The NCAA’s Notice of Allegations states that Louisville committed a Level I violation, considered the most severe, with an improper recruiting offer and extra benefits along with several lesser violations. Those lesser violations also include Pitino failing to promote an atmosphere of compliance.

The NCAA notice completed a two-year investigation following a federal corruption probe of college basketball announced in September 2017. Louisville acknowledged its involvement in the federal investigation related to the recruitment of former player Brian Bowen II. Pitino, who’s now coaching Iona, was not named in the federal complaint and has consistently denied authorizing or having knowledge of a payment to a recruit’s family.

Louisville has previously indicated it would accept responsibility for violations it committed but would contest allegations it believed were not supported by facts. The school also noted corrective measures taken in the scandal’s immediate aftermath, such as suspending and then firing Pitino and athletic director Tom Jurich.

Louisville also dismissed the NCAA’s contention that former Adidas executive James Gatto and amateur league director Merl Code represented the school while funneling illegal payments to recruits at several schools.

“The enforcement staff’s remaining allegations lack factual support and overread the relevant Bylaws,” the response stated, “and rest on the erroneous contention that the conspirators were representatives of the University’s athletics interests.

“For these reasons and others set forth, the panel should reject the enforcement staff’s dramatically overbroad theory, and classify this case as involving a Level II-Mitigated violation.”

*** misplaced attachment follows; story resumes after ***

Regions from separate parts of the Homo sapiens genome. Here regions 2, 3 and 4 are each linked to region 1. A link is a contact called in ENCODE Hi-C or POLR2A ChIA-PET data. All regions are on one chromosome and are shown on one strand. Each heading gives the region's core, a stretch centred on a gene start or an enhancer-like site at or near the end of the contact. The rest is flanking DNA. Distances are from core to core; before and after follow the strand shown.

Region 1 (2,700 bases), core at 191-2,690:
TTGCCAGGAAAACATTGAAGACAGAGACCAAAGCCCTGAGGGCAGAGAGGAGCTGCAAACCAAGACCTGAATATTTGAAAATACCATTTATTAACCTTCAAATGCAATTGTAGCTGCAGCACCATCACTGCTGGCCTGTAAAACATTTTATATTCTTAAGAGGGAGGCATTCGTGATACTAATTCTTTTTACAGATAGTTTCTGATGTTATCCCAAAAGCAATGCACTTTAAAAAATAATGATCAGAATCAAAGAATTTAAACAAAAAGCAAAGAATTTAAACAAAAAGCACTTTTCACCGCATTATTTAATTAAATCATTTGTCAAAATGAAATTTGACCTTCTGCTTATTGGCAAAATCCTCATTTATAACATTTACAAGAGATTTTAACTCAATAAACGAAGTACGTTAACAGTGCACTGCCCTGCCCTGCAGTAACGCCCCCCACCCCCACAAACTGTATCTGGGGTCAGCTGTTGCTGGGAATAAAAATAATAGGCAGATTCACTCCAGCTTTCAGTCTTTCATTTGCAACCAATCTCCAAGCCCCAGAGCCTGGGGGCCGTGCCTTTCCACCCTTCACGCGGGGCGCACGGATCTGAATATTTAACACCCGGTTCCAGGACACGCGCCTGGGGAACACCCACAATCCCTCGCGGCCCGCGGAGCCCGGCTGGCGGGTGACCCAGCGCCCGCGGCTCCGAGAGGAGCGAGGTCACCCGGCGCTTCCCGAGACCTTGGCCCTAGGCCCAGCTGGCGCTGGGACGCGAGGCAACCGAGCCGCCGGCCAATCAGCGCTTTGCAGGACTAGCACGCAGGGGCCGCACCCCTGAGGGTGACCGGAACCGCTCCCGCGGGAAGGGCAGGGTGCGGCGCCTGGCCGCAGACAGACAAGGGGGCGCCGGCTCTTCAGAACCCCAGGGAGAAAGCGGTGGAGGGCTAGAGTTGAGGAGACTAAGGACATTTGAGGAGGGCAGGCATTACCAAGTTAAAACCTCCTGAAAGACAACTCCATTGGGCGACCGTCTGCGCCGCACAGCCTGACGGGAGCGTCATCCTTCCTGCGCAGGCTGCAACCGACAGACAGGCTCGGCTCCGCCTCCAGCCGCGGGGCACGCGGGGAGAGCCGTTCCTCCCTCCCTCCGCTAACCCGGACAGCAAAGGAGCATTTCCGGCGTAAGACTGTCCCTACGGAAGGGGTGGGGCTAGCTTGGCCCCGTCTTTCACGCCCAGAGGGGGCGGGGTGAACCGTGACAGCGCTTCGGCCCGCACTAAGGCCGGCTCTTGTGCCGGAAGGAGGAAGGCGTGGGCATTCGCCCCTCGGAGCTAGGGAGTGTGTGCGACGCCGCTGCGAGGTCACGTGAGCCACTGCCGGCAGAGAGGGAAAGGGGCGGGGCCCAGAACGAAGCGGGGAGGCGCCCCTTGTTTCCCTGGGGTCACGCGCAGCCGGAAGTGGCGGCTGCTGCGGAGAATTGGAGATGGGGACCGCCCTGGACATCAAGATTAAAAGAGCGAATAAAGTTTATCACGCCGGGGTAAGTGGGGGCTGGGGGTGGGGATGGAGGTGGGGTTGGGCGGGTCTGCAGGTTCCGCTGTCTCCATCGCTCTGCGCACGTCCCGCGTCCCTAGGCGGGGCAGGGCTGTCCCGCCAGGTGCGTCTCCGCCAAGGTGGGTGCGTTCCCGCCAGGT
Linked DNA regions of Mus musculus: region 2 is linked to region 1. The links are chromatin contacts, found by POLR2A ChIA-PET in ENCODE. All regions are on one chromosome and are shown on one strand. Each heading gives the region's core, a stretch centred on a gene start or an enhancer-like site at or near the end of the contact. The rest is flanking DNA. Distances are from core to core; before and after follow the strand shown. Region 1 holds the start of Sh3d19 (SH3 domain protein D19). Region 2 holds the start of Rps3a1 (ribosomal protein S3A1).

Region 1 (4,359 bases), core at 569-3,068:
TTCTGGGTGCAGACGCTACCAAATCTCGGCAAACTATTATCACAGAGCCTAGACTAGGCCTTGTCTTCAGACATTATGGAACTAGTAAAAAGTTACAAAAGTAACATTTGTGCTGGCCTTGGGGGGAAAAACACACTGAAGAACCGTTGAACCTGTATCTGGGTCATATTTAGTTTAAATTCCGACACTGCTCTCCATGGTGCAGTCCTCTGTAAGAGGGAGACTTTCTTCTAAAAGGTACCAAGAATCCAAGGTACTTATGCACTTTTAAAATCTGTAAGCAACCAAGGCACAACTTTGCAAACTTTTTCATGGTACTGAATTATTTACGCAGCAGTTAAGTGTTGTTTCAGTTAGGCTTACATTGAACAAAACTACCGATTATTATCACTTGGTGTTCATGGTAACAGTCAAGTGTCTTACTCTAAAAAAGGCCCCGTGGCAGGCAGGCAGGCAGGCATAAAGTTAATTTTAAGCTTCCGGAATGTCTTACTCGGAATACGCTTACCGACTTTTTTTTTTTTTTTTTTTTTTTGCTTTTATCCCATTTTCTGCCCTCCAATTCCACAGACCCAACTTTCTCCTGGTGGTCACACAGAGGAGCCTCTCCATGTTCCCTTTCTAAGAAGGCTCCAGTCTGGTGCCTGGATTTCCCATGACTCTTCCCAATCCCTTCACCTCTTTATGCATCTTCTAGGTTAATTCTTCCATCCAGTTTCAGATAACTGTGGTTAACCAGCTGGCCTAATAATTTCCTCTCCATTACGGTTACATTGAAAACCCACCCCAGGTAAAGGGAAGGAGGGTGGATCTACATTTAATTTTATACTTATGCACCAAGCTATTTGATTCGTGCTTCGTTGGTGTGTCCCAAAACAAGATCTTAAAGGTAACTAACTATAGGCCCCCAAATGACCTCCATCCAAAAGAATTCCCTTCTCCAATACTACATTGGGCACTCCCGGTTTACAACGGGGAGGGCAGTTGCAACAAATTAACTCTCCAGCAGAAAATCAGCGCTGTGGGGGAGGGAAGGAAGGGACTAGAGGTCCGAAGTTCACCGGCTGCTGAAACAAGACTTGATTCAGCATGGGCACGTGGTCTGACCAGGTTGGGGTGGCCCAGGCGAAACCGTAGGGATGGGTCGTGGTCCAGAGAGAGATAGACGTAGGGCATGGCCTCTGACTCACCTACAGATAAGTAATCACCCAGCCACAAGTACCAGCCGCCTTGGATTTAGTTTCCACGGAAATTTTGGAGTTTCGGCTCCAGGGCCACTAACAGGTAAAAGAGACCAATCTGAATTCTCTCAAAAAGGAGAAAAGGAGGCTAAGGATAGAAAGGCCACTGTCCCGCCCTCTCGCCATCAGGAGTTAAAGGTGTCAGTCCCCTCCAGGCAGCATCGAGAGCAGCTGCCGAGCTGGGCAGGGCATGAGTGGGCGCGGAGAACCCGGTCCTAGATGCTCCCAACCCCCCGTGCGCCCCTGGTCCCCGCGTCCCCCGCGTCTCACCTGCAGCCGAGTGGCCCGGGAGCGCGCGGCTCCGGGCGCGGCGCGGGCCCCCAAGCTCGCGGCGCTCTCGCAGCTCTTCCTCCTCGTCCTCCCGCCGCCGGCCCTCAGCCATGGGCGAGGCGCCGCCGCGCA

Bubbles brewing with season on horizon

Brian Spurlock-USA TODAY Sports
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INDIANAPOLIS — With the coronavirus pandemic already forcing changes for college basketball, a bubble may be brewing in Indianapolis.

Indiana Sports Corp. released a 16-page proposal Friday that calls for turning the city convention center’s exhibition halls and meeting rooms into basketball courts and locker rooms. There would be expansive safety measures and daily COVID-19 testing.

The all-inclusive price starts at $90,000 per team and would cover 20 hotel rooms per traveling party, testing, daily food vouchers ranging from $30-$50 and the cost of game officials. Sports Corp. President Ryan Vaughn said the price depends on what offerings teams or leagues choose.

“The interest has been high,” Vaughn said. “I think as conferences figure out what conference and non-conference schedules are going to look like, we’re we’re a very good option for folks. I would tell you we’ve had conversations with the power six conferences, mid-majors, it’s really kind of all over the Division I spectrum.”